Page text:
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Natural Reforestation Reclaims a Watershed: A Case History from West VirginiaAuthor(s): W.P. Lima; J.H. Patric; N. Holowaychuk
Source: Res. Pap. NE-392. Broomall, PA: U.S. Department of Agriculture, Forest Service, Northeastern Forest Experiment Station. 7p.
Publication Series: Research Paper (RP)
Station: Northeastern Research Station
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DescriptionThirteen years of hydrologic data from two contiguous small watersheds in West Virginia were analyzed to determine the effects on streamflow of natural reforestation on abandoned farmlands. During the study period (1958-1970), streamflow on the watersheds was unchanged. The history of land use on the study area helps explain the apparent lack of hydrologic effects of reforestation. Aerial photographs taken in 1933, 1945, 1956, and 1968 documented the rapid advance of reforestation. Observations of streamflow began about 25 years after farming had terminated; any measurable hydrologic effects of natural reforestation probably occurred before these observations.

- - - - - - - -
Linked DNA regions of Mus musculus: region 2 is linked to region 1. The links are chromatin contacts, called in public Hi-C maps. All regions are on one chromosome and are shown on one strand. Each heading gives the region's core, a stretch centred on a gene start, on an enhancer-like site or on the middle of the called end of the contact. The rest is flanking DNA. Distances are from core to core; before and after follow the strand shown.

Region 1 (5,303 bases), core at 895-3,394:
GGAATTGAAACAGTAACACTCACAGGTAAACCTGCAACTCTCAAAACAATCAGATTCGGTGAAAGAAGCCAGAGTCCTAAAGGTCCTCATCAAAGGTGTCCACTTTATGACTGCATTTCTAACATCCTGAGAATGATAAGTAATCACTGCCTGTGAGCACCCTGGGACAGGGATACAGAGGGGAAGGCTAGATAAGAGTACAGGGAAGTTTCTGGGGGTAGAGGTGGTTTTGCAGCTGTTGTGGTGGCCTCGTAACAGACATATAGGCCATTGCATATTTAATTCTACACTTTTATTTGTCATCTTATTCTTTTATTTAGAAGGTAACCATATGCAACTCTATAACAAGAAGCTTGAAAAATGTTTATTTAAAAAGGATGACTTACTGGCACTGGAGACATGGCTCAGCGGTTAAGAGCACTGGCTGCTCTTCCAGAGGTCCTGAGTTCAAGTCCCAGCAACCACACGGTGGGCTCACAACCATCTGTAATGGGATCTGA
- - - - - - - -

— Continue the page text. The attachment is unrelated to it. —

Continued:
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CitationLima, W.P.; Patric, J.H.; Holowaychuk, N. 1978. Natural Reforestation Reclaims a Watershed: A Case History from West Virginia. Res. Pap. NE-392. Broomall, PA: U.S. Department of Agriculture, Forest Service, Northeastern Forest Experiment Station. 7p.
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